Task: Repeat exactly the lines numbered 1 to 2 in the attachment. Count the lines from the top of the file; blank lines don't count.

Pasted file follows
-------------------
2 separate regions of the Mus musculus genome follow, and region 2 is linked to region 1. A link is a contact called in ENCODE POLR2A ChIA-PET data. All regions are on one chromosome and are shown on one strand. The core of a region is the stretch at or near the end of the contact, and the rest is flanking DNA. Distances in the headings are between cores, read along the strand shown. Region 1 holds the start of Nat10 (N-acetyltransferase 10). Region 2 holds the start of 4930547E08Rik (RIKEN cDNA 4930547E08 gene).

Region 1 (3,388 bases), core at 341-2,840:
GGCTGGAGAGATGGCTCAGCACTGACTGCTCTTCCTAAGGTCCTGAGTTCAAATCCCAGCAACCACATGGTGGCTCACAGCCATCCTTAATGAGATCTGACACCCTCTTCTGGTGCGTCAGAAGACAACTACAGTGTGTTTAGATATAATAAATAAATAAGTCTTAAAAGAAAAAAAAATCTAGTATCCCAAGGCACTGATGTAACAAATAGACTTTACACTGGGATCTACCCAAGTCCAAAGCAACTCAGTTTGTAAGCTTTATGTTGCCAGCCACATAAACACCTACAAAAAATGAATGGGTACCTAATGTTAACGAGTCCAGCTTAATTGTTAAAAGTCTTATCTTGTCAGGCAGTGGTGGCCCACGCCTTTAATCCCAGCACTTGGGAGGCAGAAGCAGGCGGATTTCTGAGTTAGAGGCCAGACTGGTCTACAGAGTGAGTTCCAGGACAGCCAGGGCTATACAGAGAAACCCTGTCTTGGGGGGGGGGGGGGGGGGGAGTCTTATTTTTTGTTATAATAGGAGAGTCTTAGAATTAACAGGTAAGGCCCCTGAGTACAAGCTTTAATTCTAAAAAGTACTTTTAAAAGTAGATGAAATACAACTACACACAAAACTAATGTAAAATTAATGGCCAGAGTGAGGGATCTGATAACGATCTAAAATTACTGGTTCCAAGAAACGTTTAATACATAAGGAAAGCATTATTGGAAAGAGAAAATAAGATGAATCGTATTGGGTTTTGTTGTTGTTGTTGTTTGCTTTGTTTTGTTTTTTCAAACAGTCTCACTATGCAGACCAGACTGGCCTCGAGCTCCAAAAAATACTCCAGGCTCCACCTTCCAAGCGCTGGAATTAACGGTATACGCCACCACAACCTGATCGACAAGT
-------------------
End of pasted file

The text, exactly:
2 separate regions of the Mus musculus genome follow, and region 2 is linked to region 1. A link is a contact called in ENCODE POLR2A ChIA-PET data. All regions are on one chromosome and are shown on one strand. The core of a region is the stretch at or near the end of the contact, and the rest is flanking DNA. Distances in the headings are between cores, read along the strand shown. Region 1 holds the start of Nat10 (N-acetyltransferase 10). Region 2 holds the start of 4930547E08Rik (RIKEN cDNA 4930547E08 gene).

Region 1 (3,388 bases), core at 341-2,840: